Tag Archives: early detection

Experts question early breast cancer screening push

Debbie Wasserman Schultz, a 42-year-old Democratic representative from Florida, is advocating legislation pushing for early detection and breast cancer screening for women between the ages of 15 and 40. Her proposals come on the heels of the dramatic revelation that she spent the past year struggling with and defeating breast cancer. However, her proposal has met with resistance from the scientific community on the grounds that no reliable form of early detection exists for the age group in question, according to Lesley Clark of McClatchy Newspapers.


Debbie Wasserman Schultz

The Cancer Letter‘s Paul Goldberg has chronicled the controversy, detailing expert efforts to educate Wasserman Schultz and co-sponsor Sen. Amy Klobuchar (D-Minn.) on the limitations and dangers of early screening (subscription needed).

In recent weeks, several prominent scientists and public health experts attempted to explain to Rep. Debbie Wasserman Schultz (D-Fla.) and Sen. Amy Klobuchar (D-Minn.) that their bill to introduce breast cancer screening in junior high school could do more harm than good.

These experts included the chief physician of the American Cancer Society, an NIH cancer prevention expert, and a prominent breast cancer epidemiologist, who attempted to acquaint these lawmakers and their staff members with the fundamentals of epidemiology.

For the McClatchy story, Clark spoke with experts who picked the bill apart, disputing everything from current knowledge of breast-cancer risk factors in younger women to the effectiveness of self-examinations in that age group.

In a March press release, Wasserman Schultz laid out her views on the importance of screening:

“Some people might say I was lucky. While I certainly was fortunate enough to have access to good health care, I didn’t find my tumor early because of luck. I found my tumor early because of knowledge and awareness. I knew that I should perform breast self-exams, and I was aware of what my body was supposed to feel like. We need to ensure that every young woman in America can rely on more than luck. Their survival depends on it.”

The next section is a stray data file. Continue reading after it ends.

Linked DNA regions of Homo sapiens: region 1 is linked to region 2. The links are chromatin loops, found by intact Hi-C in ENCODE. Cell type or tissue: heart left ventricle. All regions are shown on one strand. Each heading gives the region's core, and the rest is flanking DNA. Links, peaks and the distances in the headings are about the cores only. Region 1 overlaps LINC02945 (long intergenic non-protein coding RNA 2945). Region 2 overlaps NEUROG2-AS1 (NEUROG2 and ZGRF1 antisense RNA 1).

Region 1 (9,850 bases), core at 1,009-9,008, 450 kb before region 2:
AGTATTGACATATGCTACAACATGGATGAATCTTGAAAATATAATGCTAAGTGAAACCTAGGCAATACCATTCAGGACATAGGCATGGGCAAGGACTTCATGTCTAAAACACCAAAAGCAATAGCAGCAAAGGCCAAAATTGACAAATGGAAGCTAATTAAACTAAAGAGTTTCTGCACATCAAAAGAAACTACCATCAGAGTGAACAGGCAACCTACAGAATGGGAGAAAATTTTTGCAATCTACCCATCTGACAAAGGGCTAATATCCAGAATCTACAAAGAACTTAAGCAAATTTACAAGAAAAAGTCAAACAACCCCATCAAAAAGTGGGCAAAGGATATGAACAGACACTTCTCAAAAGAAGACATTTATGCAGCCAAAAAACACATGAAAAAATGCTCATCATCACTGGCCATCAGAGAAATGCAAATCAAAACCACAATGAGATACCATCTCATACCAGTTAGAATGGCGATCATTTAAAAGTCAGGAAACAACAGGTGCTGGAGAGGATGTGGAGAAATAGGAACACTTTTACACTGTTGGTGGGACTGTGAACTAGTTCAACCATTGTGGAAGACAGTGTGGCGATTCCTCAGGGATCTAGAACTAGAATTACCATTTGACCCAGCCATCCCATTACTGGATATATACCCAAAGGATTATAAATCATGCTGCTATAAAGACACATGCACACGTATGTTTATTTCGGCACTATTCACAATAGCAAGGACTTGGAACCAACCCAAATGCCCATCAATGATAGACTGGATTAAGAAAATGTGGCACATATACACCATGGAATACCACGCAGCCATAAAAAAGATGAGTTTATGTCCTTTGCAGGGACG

Wasserman Schultz may want to consider the expert input, keeping in mind what she said after the Terri Schiavo controversy (from Jewish Times of South Jersey): “The Congress is not an objective body. It is a partisan, political body. Our members are not doctors or bioethicists. We are elected officials.”

(Hat tip to Gary Schwitzer’s health news blog.)

Reporter joins DNA risk-analysis study

VoiceofSanDiego.org‘s Randy Dotinga took part in the growing trend of using genetic analysis to determine risk levels for certain diseases. Dotinga wrote one story after the test itself, and another after his results came back. Dotinga learned that he may be more inclined to pick up colon cancer and a little less likely to get Alzheimer’s. In the process, he also learned that nobody really knows just how useful these tests are.

That’s where Dotina and about 2,600 others come in. In exchange for deeply discounted genetic tests, Dotinga and other test subjects will fill out regular questionnaires for the next 20 years of their lives. The study aims to find out just what folks do with information gleaned from genetic testing, as well just how accurate the testing is.

To hear Dotinga tell it, genetic testing seems similar to regular cancer screenings, in that the benefit in early detection of problems may be outweighed by the cost of testing and the detection of harmless problems and the unnecessary procedures that may result.

“If you get back a report saying you are at risk for 10 things, you have 10 to-dos,” said (Jason Bobe, director of community for Harvard University’s Personal Genome Project). “You may spend a whole bunch of money on a diagnostic odyssey to see if you have these conditions. Along the way, we may save a lot of lives, but spend a lot of money on people getting unnecessary medical care.”